Practical problems caused by the vague language of the Act are further compounded by the fact that the provisions of the Act introduce wholly new concepts to the legal system of Poland. Parties concerned by the Act thus face considerable uncertainty as to how the President of UOKiK will enforce the new laws. However, nothing in the statements made by representatives of the President of UOKiK suggests that any explanations or guidelines providing general interpretation guidance are about to be issued at this time. In response to requests from the affected groups to provide detailed clarifications, the President of UOKiK says merely that each case will be assessed individually basing on the case-specific factual circumstances.

Practical implications?

The Act contains an open and very general catalogue of examples of practices that amount to unfair use of a contractual advantage. They include, without limitation:

  • unreasonable termination or threatened termination of contract (e.g. forcing new conditions of supplies by threatening to terminate the contract);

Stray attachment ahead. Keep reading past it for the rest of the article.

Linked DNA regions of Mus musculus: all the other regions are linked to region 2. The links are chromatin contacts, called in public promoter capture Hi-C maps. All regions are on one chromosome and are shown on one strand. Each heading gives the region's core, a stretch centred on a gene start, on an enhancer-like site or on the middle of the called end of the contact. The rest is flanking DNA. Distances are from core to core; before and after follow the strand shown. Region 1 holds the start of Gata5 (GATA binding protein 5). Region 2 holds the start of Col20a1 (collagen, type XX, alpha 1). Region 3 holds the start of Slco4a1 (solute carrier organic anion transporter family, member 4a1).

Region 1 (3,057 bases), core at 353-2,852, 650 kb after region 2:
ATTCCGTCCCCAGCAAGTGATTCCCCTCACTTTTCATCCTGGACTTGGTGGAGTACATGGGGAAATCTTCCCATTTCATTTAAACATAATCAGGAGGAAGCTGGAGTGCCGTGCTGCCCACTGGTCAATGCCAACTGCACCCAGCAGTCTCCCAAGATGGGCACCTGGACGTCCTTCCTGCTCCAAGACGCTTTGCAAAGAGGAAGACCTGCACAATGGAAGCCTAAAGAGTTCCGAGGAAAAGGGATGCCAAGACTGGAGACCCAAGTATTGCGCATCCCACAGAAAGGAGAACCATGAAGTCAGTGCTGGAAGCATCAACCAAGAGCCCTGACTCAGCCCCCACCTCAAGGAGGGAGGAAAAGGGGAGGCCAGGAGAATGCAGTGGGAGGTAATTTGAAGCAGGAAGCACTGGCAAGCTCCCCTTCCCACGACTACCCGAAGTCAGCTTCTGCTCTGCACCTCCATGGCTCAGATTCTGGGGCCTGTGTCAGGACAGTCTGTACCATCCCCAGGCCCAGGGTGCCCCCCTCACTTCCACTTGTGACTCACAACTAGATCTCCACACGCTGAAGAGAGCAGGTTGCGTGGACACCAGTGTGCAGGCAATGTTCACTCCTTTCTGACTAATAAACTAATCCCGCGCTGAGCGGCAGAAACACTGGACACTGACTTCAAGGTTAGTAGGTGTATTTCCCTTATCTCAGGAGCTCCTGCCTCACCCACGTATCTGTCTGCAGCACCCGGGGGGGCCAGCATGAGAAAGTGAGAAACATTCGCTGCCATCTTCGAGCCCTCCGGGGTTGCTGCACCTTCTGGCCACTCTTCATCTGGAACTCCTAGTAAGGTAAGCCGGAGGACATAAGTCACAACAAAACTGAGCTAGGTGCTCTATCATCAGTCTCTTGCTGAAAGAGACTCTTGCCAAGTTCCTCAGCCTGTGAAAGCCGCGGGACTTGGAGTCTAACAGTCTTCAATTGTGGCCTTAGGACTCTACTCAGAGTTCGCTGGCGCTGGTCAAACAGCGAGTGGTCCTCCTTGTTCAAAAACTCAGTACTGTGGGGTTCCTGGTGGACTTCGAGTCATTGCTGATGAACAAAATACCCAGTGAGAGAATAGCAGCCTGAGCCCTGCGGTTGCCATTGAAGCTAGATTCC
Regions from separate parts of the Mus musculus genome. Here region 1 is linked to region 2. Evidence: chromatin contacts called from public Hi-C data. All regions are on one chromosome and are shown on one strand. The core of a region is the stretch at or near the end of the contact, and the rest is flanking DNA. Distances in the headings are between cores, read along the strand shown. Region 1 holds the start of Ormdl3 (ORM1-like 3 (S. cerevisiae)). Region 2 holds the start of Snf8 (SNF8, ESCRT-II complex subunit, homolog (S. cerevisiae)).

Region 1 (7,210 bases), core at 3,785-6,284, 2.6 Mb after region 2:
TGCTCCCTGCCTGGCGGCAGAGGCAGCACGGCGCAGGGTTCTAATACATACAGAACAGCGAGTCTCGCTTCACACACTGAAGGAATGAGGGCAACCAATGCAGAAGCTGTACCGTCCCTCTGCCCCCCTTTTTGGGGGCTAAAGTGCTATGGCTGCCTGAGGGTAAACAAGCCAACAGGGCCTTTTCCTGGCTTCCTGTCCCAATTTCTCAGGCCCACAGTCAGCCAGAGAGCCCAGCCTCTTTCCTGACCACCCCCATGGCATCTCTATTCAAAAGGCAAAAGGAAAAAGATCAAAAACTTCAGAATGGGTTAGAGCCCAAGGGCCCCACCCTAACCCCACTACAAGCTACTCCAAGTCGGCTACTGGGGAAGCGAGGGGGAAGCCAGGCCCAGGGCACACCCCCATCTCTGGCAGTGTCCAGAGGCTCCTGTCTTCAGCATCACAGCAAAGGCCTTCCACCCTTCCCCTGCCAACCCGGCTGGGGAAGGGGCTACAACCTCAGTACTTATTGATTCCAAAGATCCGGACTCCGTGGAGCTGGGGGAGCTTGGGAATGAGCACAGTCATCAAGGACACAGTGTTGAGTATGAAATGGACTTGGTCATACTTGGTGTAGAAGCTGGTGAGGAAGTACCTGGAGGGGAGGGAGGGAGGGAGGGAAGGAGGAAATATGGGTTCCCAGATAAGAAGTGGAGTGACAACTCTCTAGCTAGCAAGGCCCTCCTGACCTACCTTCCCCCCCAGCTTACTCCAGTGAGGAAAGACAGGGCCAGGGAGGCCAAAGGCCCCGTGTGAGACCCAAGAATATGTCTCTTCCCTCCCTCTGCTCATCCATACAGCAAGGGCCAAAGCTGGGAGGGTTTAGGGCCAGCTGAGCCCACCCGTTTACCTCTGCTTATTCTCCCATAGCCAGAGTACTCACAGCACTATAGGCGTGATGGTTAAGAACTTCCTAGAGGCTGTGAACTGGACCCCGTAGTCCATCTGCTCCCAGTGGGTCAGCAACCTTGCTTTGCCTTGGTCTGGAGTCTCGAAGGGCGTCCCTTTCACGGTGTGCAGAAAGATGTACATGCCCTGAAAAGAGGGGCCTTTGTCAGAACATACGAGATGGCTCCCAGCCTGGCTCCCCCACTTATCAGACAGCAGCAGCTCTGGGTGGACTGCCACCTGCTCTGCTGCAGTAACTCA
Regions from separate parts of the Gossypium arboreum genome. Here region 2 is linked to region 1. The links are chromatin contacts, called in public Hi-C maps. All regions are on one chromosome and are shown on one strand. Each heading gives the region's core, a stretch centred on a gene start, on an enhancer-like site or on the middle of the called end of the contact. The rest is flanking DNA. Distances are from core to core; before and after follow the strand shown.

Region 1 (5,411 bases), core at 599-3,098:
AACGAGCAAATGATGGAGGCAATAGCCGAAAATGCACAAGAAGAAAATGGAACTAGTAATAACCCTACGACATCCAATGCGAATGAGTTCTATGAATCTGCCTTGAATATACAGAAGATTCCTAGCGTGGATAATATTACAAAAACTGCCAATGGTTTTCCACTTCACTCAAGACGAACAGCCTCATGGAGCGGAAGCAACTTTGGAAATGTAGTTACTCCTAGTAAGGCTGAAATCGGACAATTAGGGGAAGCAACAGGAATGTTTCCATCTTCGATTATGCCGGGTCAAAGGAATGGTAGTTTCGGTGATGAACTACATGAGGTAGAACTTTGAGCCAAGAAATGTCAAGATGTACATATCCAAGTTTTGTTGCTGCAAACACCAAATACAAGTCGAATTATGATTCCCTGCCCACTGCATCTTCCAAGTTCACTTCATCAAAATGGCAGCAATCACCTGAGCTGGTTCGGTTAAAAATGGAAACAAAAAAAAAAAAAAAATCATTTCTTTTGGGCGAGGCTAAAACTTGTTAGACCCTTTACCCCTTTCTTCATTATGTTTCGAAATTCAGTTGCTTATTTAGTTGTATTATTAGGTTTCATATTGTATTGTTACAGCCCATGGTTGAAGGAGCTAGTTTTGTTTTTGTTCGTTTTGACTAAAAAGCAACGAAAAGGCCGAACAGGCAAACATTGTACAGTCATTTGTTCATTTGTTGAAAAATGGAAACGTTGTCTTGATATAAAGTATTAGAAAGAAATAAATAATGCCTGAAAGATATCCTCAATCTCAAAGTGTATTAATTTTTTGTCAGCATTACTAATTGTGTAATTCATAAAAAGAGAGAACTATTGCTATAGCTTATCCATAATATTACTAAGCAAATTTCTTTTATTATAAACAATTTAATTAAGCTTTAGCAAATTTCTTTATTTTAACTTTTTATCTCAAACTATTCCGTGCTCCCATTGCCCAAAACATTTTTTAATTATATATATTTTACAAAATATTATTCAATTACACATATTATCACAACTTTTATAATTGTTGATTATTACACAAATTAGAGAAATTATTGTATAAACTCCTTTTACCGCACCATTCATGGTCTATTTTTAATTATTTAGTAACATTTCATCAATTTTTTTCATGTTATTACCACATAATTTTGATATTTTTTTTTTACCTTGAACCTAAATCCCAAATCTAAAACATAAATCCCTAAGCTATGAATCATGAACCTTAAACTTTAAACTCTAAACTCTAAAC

• awarding the right to terminate the contract to one party only;
  • making the contract or its continuation dependent on other non-contractual consideration (e.g. charging fees for acceptance of goods for sale or fees for reporting sales made or fees for opening a new outlet of the buyer or expenses for product disposal);
  • unreasonable extension of payment terms (e.g. contesting an invoice issued for apparently non-existent errors).

In the absence of detailed clarifications by the President of UOKiK, as mentioned above, experiences of other EU Member States that have implemented similar legislation and the position of the European Commission must be referred to in order to identify practices that would be unfair use of a contractual advantage. The most essential examples of such practices include:

  • retroactive amendments to the contract;
  • unfair transfer of commercial risks (e.g. making the supplier fully responsible and liable for stolen goods);